There are many phrases from today’s gospel lesson that might echo in our hearts and souls after hearing them. I want to invite us to consider two of them. One, a question, “Who is my neighbor?” and the other, an imperative invitation, “Go and do likewise.”

The first of these phrases, the question “Who is my neighbor?” is asked by a lawyer within the context of having a conversation with Jesus. After asking Jesus what he must do to inherit eternal life, the lawyer, prompted by Jesus, gives his own answer by quoting first Deuteronomy 6:5 and then Leviticus 19:8,

"You shall love the Lord your God with all your heart, and with all your soul, and with all your strength, and with all your mind; and your neighbor as yourself." (Luke 10:27)

Jesus tells the lawyer that he has answered correctly and then, perhaps bolstered by Jesus affirming his own right answers, the lawyer asks, “Who is my neighbor?” Upon hearing that question, Jesus launches into the parable of the Good Samaritan to try and explain heaven’s wonders in earthly terms.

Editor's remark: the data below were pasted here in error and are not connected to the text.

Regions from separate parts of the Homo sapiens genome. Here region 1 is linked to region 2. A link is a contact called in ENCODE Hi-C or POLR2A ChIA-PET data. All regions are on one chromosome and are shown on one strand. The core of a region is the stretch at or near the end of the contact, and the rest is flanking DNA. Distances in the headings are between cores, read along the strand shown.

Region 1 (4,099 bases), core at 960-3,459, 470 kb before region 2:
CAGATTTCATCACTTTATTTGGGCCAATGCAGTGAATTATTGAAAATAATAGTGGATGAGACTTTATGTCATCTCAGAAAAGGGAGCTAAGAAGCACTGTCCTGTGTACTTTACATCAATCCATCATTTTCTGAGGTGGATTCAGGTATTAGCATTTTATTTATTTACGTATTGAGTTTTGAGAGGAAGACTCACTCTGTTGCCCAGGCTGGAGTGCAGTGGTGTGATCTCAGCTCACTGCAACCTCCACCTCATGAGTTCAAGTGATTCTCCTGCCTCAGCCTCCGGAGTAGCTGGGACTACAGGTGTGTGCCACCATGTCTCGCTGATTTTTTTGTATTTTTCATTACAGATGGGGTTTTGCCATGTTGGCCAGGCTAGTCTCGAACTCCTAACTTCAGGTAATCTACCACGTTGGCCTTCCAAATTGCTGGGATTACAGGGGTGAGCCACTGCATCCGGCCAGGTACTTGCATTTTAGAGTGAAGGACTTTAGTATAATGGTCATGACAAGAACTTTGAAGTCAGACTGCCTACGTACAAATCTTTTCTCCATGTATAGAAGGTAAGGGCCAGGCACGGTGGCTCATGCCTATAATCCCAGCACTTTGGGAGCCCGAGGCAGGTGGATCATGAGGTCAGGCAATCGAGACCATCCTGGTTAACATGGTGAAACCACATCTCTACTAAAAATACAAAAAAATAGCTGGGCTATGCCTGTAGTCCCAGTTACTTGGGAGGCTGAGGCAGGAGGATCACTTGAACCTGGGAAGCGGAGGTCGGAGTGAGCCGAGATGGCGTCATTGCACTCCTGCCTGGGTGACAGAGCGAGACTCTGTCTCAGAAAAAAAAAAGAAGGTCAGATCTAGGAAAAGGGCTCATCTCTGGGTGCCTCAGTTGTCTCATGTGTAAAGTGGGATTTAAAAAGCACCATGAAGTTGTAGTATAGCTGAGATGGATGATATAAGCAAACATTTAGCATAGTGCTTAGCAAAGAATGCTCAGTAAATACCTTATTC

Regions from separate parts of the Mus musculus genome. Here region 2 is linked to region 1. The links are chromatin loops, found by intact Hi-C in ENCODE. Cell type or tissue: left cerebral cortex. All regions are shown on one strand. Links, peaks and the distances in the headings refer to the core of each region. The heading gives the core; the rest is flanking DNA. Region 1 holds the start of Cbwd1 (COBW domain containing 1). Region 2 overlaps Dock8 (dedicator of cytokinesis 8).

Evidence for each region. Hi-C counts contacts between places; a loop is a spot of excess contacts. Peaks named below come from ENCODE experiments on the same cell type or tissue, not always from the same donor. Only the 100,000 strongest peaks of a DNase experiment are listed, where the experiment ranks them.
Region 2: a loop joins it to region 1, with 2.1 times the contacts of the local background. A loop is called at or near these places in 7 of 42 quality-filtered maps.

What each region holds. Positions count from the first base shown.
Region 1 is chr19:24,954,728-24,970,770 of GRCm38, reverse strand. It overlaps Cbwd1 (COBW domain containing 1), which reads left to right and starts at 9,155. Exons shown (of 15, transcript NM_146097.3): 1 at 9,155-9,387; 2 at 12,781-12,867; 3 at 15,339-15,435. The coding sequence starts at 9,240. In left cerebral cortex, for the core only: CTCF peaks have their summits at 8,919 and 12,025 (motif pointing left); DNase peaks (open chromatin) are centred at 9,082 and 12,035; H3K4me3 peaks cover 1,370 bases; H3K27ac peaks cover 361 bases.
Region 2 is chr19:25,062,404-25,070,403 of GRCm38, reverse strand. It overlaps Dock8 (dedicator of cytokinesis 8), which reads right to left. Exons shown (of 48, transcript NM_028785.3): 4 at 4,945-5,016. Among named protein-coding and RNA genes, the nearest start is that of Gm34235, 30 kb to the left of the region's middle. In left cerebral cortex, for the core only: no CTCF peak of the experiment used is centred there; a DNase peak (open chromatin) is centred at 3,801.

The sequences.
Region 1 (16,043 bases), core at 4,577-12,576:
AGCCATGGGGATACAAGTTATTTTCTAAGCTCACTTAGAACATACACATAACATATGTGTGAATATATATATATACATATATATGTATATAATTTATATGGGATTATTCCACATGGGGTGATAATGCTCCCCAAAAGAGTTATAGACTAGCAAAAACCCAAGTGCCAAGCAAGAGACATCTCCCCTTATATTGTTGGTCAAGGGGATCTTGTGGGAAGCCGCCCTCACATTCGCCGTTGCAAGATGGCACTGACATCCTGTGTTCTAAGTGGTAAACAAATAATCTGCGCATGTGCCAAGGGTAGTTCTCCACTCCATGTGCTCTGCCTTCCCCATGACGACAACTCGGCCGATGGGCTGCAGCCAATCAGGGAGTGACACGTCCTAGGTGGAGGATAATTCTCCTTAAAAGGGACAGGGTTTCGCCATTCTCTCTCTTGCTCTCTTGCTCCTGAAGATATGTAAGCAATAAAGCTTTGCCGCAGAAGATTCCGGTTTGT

The risen Christ needs our hands and hearts, for we are living in crazy and sad times.

Jesus stands on the Lakeshore in today’s gospel and tells Peter to “feed my sheep” in a three-fold pattern that echoes Peter’s denial of Jesus before the rooster crowed on that fateful morning when Jesus was taken captive, when Jesus was taken to be crucified.

Christ is Risen! Alleluia! Christ is risen indeed! Alleluia!

I was catching up with my old friend Mary Ellen not long ago. She’s one of those friends, you know the kind - who know you so well and who you know so well that no matter how much time passes it’s like you’re picking up right where you left off.

Alleluia! Christ is Risen!
Christ is risen indeed, alleluia!

This magnificent story of Jesus’ resurrection, that starts with the line “Early on the first day of the week, while it was still dark,” (John 20:1) reminds me of one of my favorite Easter traditions from when I was growing up.

It’s time to let it all go.
It’s time to let everything go.

It’s time to let go of our worries and our fears and our guilt. It’s time to let go of selfishness and greed. It’s time to let go of anger and impatience, but it’s also time to let go of our need to be right and judging others who think differently than us. It’s time to let go of trying to get things perfect and it’s time to let go of blaming ourselves, and others, for not being perfect. It’s time to let go of our families and friends, our church community and all the communities of which we are a part.